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Please only use the word ‘metadata’ if you absolutely must

Cataloging is a major activity here in the Collections Division of the Ah-Tah-Thi-Ki Museum. Some of us do it all day, every day.

Here I examine the journey of a single paper item valuable to the Seminole Tribe of Florida and the cataloging process necessary to preserve it.

Cataloging means that we record in our database, PastPerfect, all the information we have on any item in question. Who donated that newspaper clipping? Oh, it was William Boehmer.

Did anything else come with that box of newspapers? Yes, an index and some slides.

Recording the information on the items the Museum owns keeps our accreditation with the American Alliance of Museums current, makes those materials available for research, and helps us maintain accuracy as we preserve Tribal history.

Seminole Tribune newspapers are cataloged, numbered and ready to be stored in a large archival box inside the Archives vault. (Ah-Tah-Thi-Ki Museum)

Without being cataloged they are just taking up space on the shelf. Wait…..what??

A large set of materials currently being cataloged was donated to the museum all the way back in 2005. They have been waiting to go into the catalog (database) for 10 years.

That is how it goes sometimes. We have all heard tales of old forgotten boxes being discovered by a student in the basement of a fancy institution – and after analyzing the items suddenly history is being re-written.

Museums get so much donated to them that it is impossible to keep up with all the work.

People want their precious and meaningful collections to go where they will be preserved and best kept. And if that collection has anything to do with the Seminole Tribe of Florida it is often offered to the Museum.

Then the acquisitions committee carefully decides what is important and authentic.

Every day is a flurry of activity as we go through the many steps necessary to catalog one item from start to finish. First, we must identify the item – what will we call it?

A discussion we had recently was whether to call the AQ (Ah-Tah-Thi-Ki Quarterly) a newsletter or a magazine as it evolved over the years. Sounds boring, right? Wrong.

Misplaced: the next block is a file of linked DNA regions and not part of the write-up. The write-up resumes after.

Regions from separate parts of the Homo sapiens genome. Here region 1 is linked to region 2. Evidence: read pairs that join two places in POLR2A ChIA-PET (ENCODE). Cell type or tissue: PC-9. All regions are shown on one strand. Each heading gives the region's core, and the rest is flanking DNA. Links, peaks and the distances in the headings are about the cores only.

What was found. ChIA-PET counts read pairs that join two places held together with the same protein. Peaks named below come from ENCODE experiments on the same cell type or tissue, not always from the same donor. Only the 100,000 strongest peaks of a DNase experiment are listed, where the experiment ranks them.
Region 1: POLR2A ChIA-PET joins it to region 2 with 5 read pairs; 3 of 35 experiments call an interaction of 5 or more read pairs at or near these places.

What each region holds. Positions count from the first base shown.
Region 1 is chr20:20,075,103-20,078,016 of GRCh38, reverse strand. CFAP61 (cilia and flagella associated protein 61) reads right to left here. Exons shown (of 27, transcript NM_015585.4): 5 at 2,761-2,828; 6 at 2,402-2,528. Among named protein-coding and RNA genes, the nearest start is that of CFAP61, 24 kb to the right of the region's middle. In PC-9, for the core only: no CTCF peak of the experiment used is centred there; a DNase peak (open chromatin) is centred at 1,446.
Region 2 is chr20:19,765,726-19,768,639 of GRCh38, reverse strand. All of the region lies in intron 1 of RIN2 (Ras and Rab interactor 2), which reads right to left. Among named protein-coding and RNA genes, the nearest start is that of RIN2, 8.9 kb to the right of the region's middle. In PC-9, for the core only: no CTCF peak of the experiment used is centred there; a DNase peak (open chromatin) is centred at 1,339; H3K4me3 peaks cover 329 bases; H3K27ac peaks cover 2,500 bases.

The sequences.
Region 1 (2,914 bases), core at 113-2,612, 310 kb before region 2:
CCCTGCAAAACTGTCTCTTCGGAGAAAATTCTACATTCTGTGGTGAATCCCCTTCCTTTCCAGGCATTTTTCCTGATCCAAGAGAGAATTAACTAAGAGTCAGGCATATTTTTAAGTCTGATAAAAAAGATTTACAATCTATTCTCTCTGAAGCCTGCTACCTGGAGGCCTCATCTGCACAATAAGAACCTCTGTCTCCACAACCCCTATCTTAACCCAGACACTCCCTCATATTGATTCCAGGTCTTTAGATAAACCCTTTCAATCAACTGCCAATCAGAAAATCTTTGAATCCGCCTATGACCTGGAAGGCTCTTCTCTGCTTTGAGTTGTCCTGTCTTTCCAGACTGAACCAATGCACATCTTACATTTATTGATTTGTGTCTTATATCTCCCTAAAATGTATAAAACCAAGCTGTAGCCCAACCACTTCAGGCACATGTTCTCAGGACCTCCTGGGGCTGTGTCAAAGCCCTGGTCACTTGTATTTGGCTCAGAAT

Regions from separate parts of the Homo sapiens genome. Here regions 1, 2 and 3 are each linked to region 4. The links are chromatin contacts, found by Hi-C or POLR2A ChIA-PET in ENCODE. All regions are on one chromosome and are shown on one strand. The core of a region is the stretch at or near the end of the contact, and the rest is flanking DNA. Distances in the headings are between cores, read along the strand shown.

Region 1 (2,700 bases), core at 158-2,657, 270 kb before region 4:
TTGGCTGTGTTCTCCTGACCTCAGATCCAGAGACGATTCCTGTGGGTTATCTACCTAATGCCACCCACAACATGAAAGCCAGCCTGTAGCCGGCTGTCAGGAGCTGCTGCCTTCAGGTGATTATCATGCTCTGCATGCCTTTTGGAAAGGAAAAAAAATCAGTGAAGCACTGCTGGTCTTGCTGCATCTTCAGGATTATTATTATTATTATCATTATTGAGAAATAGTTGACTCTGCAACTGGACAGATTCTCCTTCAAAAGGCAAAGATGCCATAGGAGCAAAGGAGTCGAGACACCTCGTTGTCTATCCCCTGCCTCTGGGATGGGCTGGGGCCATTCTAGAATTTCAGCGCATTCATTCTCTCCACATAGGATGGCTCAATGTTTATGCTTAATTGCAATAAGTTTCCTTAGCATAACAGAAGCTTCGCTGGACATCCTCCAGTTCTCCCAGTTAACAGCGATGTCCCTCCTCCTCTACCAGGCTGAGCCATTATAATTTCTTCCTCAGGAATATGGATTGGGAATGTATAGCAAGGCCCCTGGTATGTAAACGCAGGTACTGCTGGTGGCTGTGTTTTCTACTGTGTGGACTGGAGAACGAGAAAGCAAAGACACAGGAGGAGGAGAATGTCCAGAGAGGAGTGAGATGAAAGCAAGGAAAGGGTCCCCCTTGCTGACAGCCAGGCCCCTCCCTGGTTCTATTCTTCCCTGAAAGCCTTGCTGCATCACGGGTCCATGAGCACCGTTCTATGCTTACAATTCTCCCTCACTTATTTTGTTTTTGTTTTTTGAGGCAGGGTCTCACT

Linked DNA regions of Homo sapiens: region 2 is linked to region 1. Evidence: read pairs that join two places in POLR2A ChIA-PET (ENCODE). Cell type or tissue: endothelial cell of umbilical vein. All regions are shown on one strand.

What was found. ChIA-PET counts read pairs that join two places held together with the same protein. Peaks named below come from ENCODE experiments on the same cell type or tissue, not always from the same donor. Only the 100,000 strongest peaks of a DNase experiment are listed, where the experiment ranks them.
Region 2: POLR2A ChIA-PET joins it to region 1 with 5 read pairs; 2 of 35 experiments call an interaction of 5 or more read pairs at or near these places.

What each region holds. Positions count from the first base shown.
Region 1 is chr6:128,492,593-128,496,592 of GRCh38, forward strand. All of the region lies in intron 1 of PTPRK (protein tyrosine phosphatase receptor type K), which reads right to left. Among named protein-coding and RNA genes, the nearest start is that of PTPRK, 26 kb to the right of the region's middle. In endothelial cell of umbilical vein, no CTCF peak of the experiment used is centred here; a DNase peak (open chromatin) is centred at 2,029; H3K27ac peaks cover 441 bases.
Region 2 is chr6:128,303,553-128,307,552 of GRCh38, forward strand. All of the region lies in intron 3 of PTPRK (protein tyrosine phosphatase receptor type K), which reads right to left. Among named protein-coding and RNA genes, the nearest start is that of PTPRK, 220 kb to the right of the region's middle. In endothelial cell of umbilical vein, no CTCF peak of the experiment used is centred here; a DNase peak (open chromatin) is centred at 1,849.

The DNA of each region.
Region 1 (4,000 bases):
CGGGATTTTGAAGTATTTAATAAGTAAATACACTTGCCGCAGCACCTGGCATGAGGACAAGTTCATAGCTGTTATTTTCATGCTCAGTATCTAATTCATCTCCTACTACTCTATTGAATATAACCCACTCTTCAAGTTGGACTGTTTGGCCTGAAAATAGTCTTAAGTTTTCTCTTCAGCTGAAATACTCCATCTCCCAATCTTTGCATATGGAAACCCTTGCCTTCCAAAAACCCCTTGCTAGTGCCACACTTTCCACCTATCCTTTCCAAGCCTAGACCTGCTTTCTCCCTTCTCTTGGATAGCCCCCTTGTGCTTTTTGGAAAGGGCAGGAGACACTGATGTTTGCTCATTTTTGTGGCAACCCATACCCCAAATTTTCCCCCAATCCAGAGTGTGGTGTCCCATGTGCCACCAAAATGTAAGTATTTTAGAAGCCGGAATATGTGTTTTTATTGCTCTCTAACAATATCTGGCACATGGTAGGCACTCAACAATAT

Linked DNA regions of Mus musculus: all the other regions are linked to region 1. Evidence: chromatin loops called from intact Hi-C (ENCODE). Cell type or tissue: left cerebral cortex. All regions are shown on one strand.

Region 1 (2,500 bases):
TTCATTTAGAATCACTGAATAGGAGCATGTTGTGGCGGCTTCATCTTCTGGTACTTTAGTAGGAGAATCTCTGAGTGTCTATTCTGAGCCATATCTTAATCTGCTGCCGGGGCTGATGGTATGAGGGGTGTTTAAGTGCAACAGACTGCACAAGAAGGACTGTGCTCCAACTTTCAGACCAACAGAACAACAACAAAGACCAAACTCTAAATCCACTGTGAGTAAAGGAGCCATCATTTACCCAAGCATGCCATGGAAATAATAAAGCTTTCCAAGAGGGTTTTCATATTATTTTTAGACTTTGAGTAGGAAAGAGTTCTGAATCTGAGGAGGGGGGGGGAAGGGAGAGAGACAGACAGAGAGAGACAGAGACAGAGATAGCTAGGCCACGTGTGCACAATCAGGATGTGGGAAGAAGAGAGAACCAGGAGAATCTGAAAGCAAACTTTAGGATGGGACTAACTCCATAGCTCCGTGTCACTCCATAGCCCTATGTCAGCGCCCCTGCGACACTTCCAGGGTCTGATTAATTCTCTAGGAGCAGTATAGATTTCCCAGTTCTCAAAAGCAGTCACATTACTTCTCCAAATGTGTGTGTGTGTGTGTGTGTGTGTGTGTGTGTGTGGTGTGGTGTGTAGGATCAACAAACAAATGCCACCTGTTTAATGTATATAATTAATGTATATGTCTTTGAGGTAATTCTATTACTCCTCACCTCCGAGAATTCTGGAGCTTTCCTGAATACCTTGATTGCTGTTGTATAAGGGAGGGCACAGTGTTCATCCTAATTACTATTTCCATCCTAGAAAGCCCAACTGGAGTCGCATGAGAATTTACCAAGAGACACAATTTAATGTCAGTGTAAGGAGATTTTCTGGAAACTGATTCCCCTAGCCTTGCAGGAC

The staff of the Collections Division loves having those kinds of discussions. It takes a special kind of attention to detail (or some say a special kind of person) to work in collections management.

And don’t even get us started on the use of the word metadata – unless you love a rousing discussion on semantics. But I digress…

After we pass the first hurdle of deciding on a category for the object it is given an object I.D. number. This number is an extension of the accession number.

The accession number has already been assigned and most often reflects the year the museum acquired the item and the next lot number available.

Or it may refer to the year it was accessioned into the collection and receive a specific designation.

Often the first lot number of the year gets assigned to all memorabilia generated by the Tribe that year – or whatever memorabilia it receives.

If we receive an old brochure from an event in 1990 for instance and we don’t already have one in the archives we include it in that year’s accession record.

This year the accession number for all Tribal memorabilia was 2015.1. Then we add one more number to the end of the accession number.

The final number looks like this: 2015.1.3. That number would be assigned to the third piece of Tribal memorabilia the museum acquired in 2015.

Now the real work begins. And did I mention that anything we acquire has to go into isolation for two weeks?

To make sure there are no infestations or anything that could damage to the rest of the collection the museum has a room for each object to rest and relax.

After it passes inspection by our conservator the item is brought back to the library where the fun begins.

Opening up PastPerfect we find the skeletal record given to the item by our registrar when it first arrived.

In that record now goes a detailed description of its content, the size of the item, people associated with it (pictured or mentioned), and its correct citation, along with a scan (image of the actual item).

We are still not done. The item has to be housed using “best practices.” And for library books that includes: a vinyl cover, a Library of Congress number spine label and a barcode of that number on the inside back cover. Only then does it get shelved.

For an image or document the collections assistant determines the proper clear Mylar for its first housing and then slides in into an acid-free envelope before putting it in an acid-free box stored in the archives vault.

Our little walk down cataloging lane illustrates how every person on the Collections management team plays a role in the museum’s part in the preservation of the history of the Seminole Tribe of Florida.

You have heard the saying “It takes a Village to raise a child”? When you think about the long process required to preserve a document for all time, you understand the dedication it takes, the cooperation of the Collections ‘village,” to fully a preserve the paper documents that support the story behind the story of the Unconquered – the Seminole Tribe of Florida.

For more information or a tour of the museum’s archives call Mary Beth Rosebrough at (863)-902-1113, ext. 12252.